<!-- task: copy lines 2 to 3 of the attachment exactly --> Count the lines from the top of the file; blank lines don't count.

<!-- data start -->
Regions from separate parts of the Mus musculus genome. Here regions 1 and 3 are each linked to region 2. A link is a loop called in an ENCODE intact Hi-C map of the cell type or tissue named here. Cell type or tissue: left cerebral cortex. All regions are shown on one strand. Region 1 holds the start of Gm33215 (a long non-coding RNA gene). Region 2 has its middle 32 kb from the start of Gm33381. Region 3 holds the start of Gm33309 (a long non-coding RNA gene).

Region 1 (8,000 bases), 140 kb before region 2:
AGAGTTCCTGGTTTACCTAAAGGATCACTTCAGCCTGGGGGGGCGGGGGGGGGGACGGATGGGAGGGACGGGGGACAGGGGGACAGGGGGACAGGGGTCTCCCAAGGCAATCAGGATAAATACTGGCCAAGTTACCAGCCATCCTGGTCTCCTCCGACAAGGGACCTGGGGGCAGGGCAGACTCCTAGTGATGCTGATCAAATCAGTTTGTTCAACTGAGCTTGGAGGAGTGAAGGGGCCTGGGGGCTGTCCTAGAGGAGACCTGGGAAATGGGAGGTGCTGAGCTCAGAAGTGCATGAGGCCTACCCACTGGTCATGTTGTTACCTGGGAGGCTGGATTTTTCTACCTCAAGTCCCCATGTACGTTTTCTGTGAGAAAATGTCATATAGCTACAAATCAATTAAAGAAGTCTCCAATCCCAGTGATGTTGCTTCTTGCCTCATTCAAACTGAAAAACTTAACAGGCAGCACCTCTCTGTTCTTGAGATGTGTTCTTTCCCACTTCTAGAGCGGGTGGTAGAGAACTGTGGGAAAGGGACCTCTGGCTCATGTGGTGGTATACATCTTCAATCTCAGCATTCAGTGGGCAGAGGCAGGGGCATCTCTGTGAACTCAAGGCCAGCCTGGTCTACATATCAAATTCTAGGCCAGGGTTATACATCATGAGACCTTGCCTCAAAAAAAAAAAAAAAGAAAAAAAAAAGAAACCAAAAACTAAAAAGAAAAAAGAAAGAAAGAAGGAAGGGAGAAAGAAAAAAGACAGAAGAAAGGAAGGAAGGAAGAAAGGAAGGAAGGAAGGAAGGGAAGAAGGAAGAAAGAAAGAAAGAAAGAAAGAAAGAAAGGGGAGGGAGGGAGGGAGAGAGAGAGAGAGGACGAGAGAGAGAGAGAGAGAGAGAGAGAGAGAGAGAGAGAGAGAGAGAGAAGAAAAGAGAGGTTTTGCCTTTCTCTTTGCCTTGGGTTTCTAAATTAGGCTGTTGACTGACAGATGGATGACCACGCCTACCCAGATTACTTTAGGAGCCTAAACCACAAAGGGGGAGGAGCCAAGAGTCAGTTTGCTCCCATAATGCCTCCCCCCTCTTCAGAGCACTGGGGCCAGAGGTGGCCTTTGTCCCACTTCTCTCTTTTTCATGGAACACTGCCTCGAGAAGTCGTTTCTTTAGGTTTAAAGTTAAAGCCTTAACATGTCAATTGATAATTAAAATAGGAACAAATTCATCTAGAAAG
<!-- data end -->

Region 1 (8,000 bases), 140 kb before region 2:
AGAGTTCCTGGTTTACCTAAAGGATCACTTCAGCCTGGGGGGGCGGGGGGGGGGACGGATGGGAGGGACGGGGGACAGGGGGACAGGGGGACAGGGGTCTCCCAAGGCAATCAGGATAAATACTGGCCAAGTTACCAGCCATCCTGGTCTCCTCCGACAAGGGACCTGGGGGCAGGGCAGACTCCTAGTGATGCTGATCAAATCAGTTTGTTCAACTGAGCTTGGAGGAGTGAAGGGGCCTGGGGGCTGTCCTAGAGGAGACCTGGGAAATGGGAGGTGCTGAGCTCAGAAGTGCATGAGGCCTACCCACTGGTCATGTTGTTACCTGGGAGGCTGGATTTTTCTACCTCAAGTCCCCATGTACGTTTTCTGTGAGAAAATGTCATATAGCTACAAATCAATTAAAGAAGTCTCCAATCCCAGTGATGTTGCTTCTTGCCTCATTCAAACTGAAAAACTTAACAGGCAGCACCTCTCTGTTCTTGAGATGTGTTCTTTCCCACTTCTAGAGCGGGTGGTAGAGAACTGTGGGAAAGGGACCTCTGGCTCATGTGGTGGTATACATCTTCAATCTCAGCATTCAGTGGGCAGAGGCAGGGGCATCTCTGTGAACTCAAGGCCAGCCTGGTCTACATATCAAATTCTAGGCCAGGGTTATACATCATGAGACCTTGCCTCAAAAAAAAAAAAAAAGAAAAAAAAAAGAAACCAAAAACTAAAAAGAAAAAAGAAAGAAAGAAGGAAGGGAGAAAGAAAAAAGACAGAAGAAAGGAAGGAAGGAAGAAAGGAAGGAAGGAAGGAAGGGAAGAAGGAAGAAAGAAAGAAAGAAAGAAAGAAAGAAAGGGGAGGGAGGGAGGGAGAGAGAGAGAGAGGACGAGAGAGAGAGAGAGAGAGAGAGAGAGAGAGAGAGAGAGAGAGAGAGAAGAAAAGAGAGGTTTTGCCTTTCTCTTTGCCTTGGGTTTCTAAATTAGGCTGTTGACTGACAGATGGATGACCACGCCTACCCAGATTACTTTAGGAGCCTAAACCACAAAGGGGGAGGAGCCAAGAGTCAGTTTGCTCCCATAATGCCTCCCCCCTCTTCAGAGCACTGGGGCCAGAGGTGGCCTTTGTCCCACTTCTCTCTTTTTCATGGAACACTGCCTCGAGAAGTCGTTTCTTTAGGTTTAAAGTTAAAGCCTTAACATGTCAATTGATAATTAAAATAGGAACAAATTCATCTAGAAAG